The Senate today approved legislation altering the publication process for new acts of law on a 17-14 vote.
The bill would require the Legislative Reference Bureau to publish acts on the day after enactment, establishing that date as its official date of publication. Unless otherwise specified within the law, published bills would then take effect on the subsequent day.
The bill largely removed the publication responsibilities of the secretary of state's office, which became an issue during a lawsuit over collective bargaining legislation in 2011. The secretary typically waits 10 days before publishing notice of the act in a newspaper, which left Act 10 in limbo as a lawsuit over the state's open meetings law proceeded in Dane County court.
Sen. Fred Risser, D-Madison, said the 10-day provision helps alleviate the burden on officials after session days where potentially hundreds of bills are passed. He also charged that it would "gut the opportunity of the secretary of state" to participate in the legislative process.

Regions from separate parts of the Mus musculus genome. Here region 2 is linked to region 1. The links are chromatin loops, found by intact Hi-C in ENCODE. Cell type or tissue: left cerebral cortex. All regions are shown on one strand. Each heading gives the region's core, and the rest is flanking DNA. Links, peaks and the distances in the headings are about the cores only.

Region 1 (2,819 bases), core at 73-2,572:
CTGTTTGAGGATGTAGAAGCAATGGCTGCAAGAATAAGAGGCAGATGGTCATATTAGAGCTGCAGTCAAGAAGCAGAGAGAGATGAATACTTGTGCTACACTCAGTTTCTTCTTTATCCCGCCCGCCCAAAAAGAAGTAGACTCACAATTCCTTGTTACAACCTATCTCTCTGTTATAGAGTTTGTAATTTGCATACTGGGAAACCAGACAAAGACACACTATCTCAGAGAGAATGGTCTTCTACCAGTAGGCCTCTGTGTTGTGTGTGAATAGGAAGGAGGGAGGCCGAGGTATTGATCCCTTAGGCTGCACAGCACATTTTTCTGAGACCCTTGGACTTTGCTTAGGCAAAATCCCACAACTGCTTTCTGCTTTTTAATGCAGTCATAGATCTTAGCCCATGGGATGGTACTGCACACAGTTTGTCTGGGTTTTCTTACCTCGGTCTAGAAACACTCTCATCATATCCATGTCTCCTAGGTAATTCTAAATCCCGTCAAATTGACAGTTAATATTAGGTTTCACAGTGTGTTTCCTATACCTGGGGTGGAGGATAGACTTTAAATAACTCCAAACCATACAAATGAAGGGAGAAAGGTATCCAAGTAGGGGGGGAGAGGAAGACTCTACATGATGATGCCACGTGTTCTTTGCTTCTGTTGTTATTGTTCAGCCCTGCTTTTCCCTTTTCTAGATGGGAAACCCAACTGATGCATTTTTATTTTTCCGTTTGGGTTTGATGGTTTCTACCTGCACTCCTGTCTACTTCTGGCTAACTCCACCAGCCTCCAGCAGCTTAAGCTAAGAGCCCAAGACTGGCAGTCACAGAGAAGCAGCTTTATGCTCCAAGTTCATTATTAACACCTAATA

"Basically, it's a bill aimed at the one Democrat left in state elected office," Risser said. "So much for bipartisanship."
Sen. Dave Hansen, D-Green Bay, added that the first bill of the new session would not create jobs, but would compromise "accountability, transparency and, most importantly, the public's right to know."
Sen. Glenn Grothman, R-West Bend and the bill's author, said the measure was needed because "right now, the secretary of state believes he has a role ... in the legislative process."
He said Secretary of State Doug La Follette shouldn't have been able to delay implementation of Act 10 two years ago because he disagreed with it.
"The people who run to enact public policy are the state senators, the state assemblymen and the governor," Grothman said.
Senate Majority Leader Scott Fitgzerald, R-Juneau, added that the bill aims to preserve the secretary's ability to inform the public about newly enacted legislation.
"Just because it hits the newspaper doesn't mean all this other stuff didn't happen," Fitzgerald said.